Hong Shanhui, Adjunct Assistant Professor, Center for General Education, National Central University
“About Breakfast” appeared in Jiao Tong’s essay collection Binge Eating Everywhere (2009), the culmination of eighteen years of dining experience. Twenty essays – the titles of which all begin “About…” – discuss foods, the origins of various foods and drinks, restaurants, chefs, and memories of eating and drinking.
“About Breakfast” begins with the Chinese-style omelets at Dong He breakfast shop, located behind the National Central University, and Suspender, a Western-style breakfast restaurant near Fu Jen University, both patronized by the writer for many years. Because breakfast is the daily repast Jiao Tong most looks forward to, he regards it as a full meal and not simply a snack. His favorite breakfast is rice and soup, the sumptuous day-starter filling him with energy and putting him in a bright, chipper mood, turning the world into a beautiful place.
Breakfast choices in Taiwan are many and varied, a veritable carnival for the taste buds. Western-style breakfasts feature coffee, milk, fresh fruit juice, eggs-over-easy, sandwiches, hamburgers, French toast, and pancakes. An impressive array of tasty local offerings include soy milk, baked sesame seed cakes, deep-fried dough sticks, steamed stuffed buns, mantou (steamed bread), congee with side dishes, pig’s tongue with cellophane noodles, rice noodles with swordfish, beef-noodle soup, fried chive turnovers, pan-fried stuffed buns, Fuzhou noodles, lurou fan (stewed meat over rice), milkfish congee, oyster soup, and stir-fried noodles, to name just a few. Taipei’s Yong Le market and the South Airport community are two other places where Jiao Tong often partakes of the matinal meal. Classic choices include the Yong Le Chicken Wrap King’s pork congee, chicken wraps, and starchy thread-noodle soup; Happy People Swordfish Rice Noodle’s rice noodle soup, deep-fried shrimp, deep-fried braised pork, and deep-fried oysters; and the many mouthwatering delights at Qiu Family Milkfish stand, located in the South Airport area.
In “About Breakfast,” Jiao Tong’s depicts Taiwan’s heterogeneous breakfast landscape, depicting the people and foods in traditional markets and long-established communities. “I like to sit by the street, listening to the hawkers, watching the shop owner cook for customers, his movements smooth and graceful, confident that no matter how many patrons there are, he can accommodate them all,” writes Jiao Tong, portraying the vitality of Taiwanese street culture. Unlike earlier food writing – much of which tended to be superficial and limited in scope – “About Breakfast” breaks new ground, adding depth and dimension to the discussion of foods and diet. Thus, food writing is no longer simply the lyrical expression of personal emotions or the recollections of flavors – Jiao Tong has broadened the field to include cultural discourse and aesthetic values.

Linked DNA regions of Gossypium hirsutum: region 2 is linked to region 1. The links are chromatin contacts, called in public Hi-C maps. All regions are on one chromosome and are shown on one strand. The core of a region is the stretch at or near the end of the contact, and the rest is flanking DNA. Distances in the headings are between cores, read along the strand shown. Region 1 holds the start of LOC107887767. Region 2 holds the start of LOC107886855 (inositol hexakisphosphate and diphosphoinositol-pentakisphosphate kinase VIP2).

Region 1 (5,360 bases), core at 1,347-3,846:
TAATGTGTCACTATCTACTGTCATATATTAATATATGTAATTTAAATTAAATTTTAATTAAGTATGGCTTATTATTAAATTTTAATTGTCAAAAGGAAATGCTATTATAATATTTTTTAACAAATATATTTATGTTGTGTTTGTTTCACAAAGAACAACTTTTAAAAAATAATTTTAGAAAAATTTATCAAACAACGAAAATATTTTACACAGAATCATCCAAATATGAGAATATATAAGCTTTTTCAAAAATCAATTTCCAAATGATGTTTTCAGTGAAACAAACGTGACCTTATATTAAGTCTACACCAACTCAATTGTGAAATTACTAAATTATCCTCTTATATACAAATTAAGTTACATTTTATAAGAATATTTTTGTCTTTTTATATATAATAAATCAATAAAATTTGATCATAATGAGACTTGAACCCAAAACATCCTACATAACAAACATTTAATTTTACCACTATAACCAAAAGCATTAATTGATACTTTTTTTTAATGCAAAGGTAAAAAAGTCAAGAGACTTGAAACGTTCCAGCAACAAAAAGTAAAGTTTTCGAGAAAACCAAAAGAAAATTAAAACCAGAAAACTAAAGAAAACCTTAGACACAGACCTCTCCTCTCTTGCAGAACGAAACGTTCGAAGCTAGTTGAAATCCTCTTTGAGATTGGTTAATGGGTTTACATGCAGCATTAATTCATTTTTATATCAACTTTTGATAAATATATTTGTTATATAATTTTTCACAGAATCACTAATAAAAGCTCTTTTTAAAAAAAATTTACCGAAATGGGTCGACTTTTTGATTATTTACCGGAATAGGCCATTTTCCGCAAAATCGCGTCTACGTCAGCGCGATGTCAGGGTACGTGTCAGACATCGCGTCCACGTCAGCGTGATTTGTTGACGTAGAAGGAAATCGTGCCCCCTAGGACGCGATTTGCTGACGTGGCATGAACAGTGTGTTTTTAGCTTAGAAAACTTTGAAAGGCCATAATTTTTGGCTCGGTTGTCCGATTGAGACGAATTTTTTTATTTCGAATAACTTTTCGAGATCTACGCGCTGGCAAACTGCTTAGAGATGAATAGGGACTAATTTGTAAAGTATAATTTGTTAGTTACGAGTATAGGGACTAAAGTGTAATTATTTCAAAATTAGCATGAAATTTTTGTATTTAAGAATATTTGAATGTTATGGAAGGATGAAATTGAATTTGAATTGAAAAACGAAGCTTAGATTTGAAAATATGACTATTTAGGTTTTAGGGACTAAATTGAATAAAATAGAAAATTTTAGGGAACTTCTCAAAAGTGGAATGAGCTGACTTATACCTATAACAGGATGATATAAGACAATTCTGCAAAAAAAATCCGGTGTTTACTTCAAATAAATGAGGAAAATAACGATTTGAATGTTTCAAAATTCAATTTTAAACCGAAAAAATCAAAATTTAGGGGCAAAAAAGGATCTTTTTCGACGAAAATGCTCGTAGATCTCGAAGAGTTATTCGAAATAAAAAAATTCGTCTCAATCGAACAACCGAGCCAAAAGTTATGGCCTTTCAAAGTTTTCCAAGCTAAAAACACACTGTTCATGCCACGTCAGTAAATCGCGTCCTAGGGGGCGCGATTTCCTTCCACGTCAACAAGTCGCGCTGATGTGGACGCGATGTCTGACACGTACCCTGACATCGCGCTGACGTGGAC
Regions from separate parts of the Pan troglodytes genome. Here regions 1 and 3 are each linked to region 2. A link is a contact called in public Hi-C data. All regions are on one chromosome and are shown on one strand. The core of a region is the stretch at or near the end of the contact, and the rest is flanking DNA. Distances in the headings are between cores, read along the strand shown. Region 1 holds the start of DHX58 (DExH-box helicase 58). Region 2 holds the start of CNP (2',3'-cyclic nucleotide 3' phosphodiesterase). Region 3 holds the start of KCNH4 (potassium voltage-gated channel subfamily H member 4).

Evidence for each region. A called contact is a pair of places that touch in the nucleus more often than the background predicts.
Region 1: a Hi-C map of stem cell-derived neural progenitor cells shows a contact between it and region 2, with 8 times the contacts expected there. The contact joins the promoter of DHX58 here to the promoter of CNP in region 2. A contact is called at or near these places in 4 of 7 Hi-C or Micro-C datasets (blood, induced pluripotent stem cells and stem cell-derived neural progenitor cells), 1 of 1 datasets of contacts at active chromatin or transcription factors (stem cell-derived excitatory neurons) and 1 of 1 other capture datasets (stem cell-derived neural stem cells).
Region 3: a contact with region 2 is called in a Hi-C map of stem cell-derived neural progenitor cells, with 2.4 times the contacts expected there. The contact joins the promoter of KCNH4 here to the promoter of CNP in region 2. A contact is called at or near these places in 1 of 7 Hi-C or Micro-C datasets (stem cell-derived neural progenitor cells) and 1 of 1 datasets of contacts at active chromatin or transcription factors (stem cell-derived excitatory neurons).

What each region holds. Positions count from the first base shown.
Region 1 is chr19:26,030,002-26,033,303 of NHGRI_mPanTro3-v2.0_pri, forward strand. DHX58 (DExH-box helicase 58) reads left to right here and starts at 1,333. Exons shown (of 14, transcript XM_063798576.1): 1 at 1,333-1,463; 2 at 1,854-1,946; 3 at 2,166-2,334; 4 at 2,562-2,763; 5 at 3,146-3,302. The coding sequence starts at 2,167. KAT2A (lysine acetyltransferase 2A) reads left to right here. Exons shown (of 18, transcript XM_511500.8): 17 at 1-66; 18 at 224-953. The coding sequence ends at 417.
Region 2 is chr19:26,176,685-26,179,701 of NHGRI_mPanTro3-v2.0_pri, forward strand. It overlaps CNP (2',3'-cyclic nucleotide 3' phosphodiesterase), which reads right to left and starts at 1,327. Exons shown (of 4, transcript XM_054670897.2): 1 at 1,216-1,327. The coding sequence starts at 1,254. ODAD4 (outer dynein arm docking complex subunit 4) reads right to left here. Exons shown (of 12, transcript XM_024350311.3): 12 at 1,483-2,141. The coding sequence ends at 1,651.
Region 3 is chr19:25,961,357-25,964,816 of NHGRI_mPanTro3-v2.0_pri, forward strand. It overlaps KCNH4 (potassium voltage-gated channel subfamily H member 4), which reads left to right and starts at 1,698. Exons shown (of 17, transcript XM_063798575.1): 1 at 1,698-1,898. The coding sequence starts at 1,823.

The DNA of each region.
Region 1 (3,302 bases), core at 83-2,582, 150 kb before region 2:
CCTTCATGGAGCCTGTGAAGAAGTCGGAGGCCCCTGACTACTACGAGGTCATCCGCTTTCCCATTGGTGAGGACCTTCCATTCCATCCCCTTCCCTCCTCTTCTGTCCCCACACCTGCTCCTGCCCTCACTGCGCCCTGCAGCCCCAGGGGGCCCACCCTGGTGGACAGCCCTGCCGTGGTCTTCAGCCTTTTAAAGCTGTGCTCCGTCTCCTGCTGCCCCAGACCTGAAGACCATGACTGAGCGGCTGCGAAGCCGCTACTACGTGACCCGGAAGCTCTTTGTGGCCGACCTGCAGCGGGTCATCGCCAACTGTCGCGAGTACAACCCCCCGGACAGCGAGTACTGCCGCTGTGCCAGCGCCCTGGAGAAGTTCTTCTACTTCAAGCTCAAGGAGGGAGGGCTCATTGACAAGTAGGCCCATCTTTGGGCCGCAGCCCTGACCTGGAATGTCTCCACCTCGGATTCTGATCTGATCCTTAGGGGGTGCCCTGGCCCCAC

Jiao Tong, Associate Professor, Department of Chinese Literature, National Central University
Jiao Tong (1956- ) is the penname of Ye Zhenfu, a native of Kaohsiung. The writer holds a master’s degree from Chinese Culture University’s Graduate Institute of Fine Arts, and was enrolled in a doctoral program in comparative literature at Fu Jen University. He is the founder of Fish & Fish International Co., Ltd. and Diet magazine. He has studied drama, made experimental films, and written and directed a stage production that was performed in Taipei. He has been in charge of a long running literary radio show, and has served as assistant executive director of the China Times literary supplement group. He has also served as consultant to Media Chinese International, and is currently an associate professor at National Central University’s Department of Chinese Literature.
For the past twenty years Jiao Tong has promoted the development of Taiwanese food culture. In 2007 he launched an annual Taiwan restaurant evaluation project, convening the judges’ committee; he has also served as director-general of the Taiwan Dietary Culture Association. The writer has sponsored a number of international academic symposiums on diet and culture, and has held state banquets and themed banquets, e.g. “Spring Banquet,” “Impressionist Dinner Party,” “Hakka Banquet,” “Literary Banquet,” and “Indigenous People’s Banquet.”
As a student, Jiao Tong received the China Times Narrative Poetry Excellence Award, first prize in the United Daily News Reportage Awards, first prize in the National Students’ Literature Award for Modern Poetry, and second prize in the essay division. Binge Eating Everywhere (2009) won the Golden Tripod Best Book Award,
Jiao Tong’s publications include: the poetry collections Collected Poems: 1980-1993, and Erotic Recipes: A Complete Menu for Male Potency Enhancement; the essay collections On the Edge of the World, Binge Eating Everywhere, Taiwan Flavor, Taiwan Belly, Taiwan Tongue, Yunnan Flavor in Long Gang, and Formosan Flavor; the children’s book Black Swallowtail A-Qing’s Travels; and the studies Early Postwar Taiwanese Drama, and Taiwan’s Literary Street Movements: 1977-1999. He has published over thirty works. His poems have been translated into English, Japanese, and French. He has also edited over fifty volumes of selected writings on food, as well as poetry, fiction, and essay collections.
|Anthology：||Binge Eating Everywhere|
|Publisher：||Taipei: Fish & Fish International Co., Ltd.|
|Ordering information for original work(Link)：||http://www.books.com.tw/products//0010443927|
Ordering information for original work(Note)：
|The “book.com.tw” Internet Bookstore|
|Ordering information for translation(Link)：|
|Ordering information for translation(Note)：||No English Translation|